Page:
The American Cocktail by the editors of Imbibe Magazine is sorted by region of the U.S.A. As would be expected from experts that spend their days writing about cocktails, the editors compiled only the best of modern cocktail recipes from around the country. In each recipe, the ingredients evoke a feel of their home region of the U.S., such as the cherries, walnuts and apples found in the Midwest recipes. We recommend this book for a seasoned cocktail fan that is in search of fresh recipe inspiration. Pair with a nice bottle of artisanal Rye.

For your farmer’s market attending cocktail lover, I recommend Artisanal Cocktails by Scott Beattie. This book is uniquely laid out by seasons, with fresh ingredients highlighted in each recipe. As a fan of fall flavors, I drooled over the Autumn Apple cocktail, complete with dehydrated apple chip accents. Nothing screams fall more than spiced apple beverages. The recipes vary from classics such as Mint Juleps (Summer) , Cuba Libres (Spring), and Margaritas (Winter) to more creative recipes such as the Rhubarbarella (Spring), Gin Kimchi (Spring) and Grapes of Roth (Fall). The recipes are very thorough, including recipes for any ingredients you need to complete the cocktail. This would be a delightful cocktail book for someone who likes to pair their cocktails with farmer’s market finds—Pair with a nice reusable shopping bag for when those markets open again.

Buying someone a SodaStream or other type of seltzer maker? You may want to include The Artisan Soda Workshop by Andrea Lynn, currently around $10 on Amazon.com. This book gives a great selection of recipes for shrubs and syrups that would be great with seltzer water. Only a few of the recipes in the back contain alcohol, but with a great tasting shrub and a little creativity, great cocktails aren’t far away!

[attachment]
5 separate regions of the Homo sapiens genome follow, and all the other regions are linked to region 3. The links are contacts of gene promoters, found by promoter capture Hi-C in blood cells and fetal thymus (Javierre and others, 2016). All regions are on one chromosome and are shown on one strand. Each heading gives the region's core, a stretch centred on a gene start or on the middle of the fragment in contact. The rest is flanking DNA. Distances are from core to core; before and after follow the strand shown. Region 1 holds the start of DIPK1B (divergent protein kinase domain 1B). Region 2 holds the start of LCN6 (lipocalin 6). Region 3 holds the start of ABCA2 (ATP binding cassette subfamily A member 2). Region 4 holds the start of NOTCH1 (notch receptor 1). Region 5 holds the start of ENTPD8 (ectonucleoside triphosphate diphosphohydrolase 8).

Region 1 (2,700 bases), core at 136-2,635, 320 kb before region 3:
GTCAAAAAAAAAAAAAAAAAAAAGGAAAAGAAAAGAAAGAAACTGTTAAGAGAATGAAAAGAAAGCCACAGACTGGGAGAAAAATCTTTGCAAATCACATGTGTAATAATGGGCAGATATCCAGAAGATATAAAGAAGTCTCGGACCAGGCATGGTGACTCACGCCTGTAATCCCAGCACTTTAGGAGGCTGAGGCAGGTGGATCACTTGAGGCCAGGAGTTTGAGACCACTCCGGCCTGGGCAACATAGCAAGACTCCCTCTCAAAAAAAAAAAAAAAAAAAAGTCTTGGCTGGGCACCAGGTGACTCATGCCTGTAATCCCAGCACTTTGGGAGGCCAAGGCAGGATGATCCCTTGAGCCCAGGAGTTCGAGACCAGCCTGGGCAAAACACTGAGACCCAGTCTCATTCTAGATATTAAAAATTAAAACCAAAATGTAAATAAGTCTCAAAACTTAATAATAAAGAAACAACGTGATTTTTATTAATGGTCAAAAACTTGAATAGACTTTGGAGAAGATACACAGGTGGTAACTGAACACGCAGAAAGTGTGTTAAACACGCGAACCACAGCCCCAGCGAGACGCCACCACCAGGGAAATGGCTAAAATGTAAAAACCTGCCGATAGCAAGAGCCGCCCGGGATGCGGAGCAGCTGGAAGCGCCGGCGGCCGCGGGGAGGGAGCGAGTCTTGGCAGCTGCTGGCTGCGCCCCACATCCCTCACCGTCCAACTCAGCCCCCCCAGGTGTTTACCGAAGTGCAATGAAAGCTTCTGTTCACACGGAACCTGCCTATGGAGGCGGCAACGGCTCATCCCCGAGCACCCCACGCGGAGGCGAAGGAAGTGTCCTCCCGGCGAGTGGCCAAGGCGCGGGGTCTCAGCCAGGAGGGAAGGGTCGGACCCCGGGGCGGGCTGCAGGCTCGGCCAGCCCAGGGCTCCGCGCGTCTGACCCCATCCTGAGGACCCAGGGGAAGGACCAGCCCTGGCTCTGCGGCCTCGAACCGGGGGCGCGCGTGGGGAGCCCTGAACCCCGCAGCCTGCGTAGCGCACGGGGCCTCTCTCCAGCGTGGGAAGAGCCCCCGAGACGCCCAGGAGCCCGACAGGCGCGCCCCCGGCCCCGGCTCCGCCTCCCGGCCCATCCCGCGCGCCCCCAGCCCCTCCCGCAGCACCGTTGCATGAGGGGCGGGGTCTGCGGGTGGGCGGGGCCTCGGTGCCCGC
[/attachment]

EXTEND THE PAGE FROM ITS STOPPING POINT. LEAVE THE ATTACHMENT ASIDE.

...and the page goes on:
Reese and I realize there are just as many beer lovers in Colorado as there are cocktail lovers. We are spoiled by the Great American Beer Festival and many large and small breweries in the area. For those that may not have the same access to the brew process as us, we recommend Short Course in Beer by Lynn Hoffman. This introduces the reader to all things important to know about beer, including terminology, process, home brew techniques and even a few recipes to pair with your beer. Throw in a 6-pack or a New Belgium Lips of Faith bomber and your beer lover is set!

Hopefully these suggestions help ease your anxiety about what you buy those hard-to-shop-for cocktail lovers. Anyone with suggestions for the Cocktail Hacker that has everything, I welcome help!


† The product reviewed here was provided to me as a free sample. If you’re wondering what that means check out my sample policy.

Review – Kilbeggan Irish Whiskey

Posted by Reese On November - 11 - 2012

Irish Whiskey (making note of the ‘e’) is a category that I enjoy, but haven’t explored much.  Some time back I received a bottle of Kilbeggan Irish Whiskey for review and what struck me most was their claim that this whiskey is distilled in the oldest operating distillery.  Operating under license since 1757 (holy awesome!) the old distillery as it’s called only recently began producing Kilbeggan whiskey again but it’s just as tasty as ever.

Kilbeggan Irish Whiskey – 40% ABV

As you fill your glass you’re first greeted with a light amber/honey color and an aroma that is distinctly whiskey.  Subtle earthiness and notes of vanilla and spices with a light sweetness throughout.  The mouth feel and flavor are tremendously smooth.  While there are notes of clove and cinnamon with a vanilla caramel sweetness, this whiskey isn’t super complex.  Rather, Kilbeggan is very drinkable and approachable.   I’d happily offer some to any whiskey drinker knowing that they’re certain to enjoy the dram.

So, given that this whiskey isn’t overly bold I wanted to craft a cocktail that played off the spices without overwhelming the whiskey itself.  With fall at hand, something using fresh apple cider seemed like a great plan.  Here is the result.

Irish Harvest

Irish Harvest
2 oz Kilbeggan Irish Whiskey
1 oz Spiced Apple Syrup
1/4 oz Lemon Juice
1) Shake with ice, strain into a chilled cocktail glass 
2) Garnish with an orange twist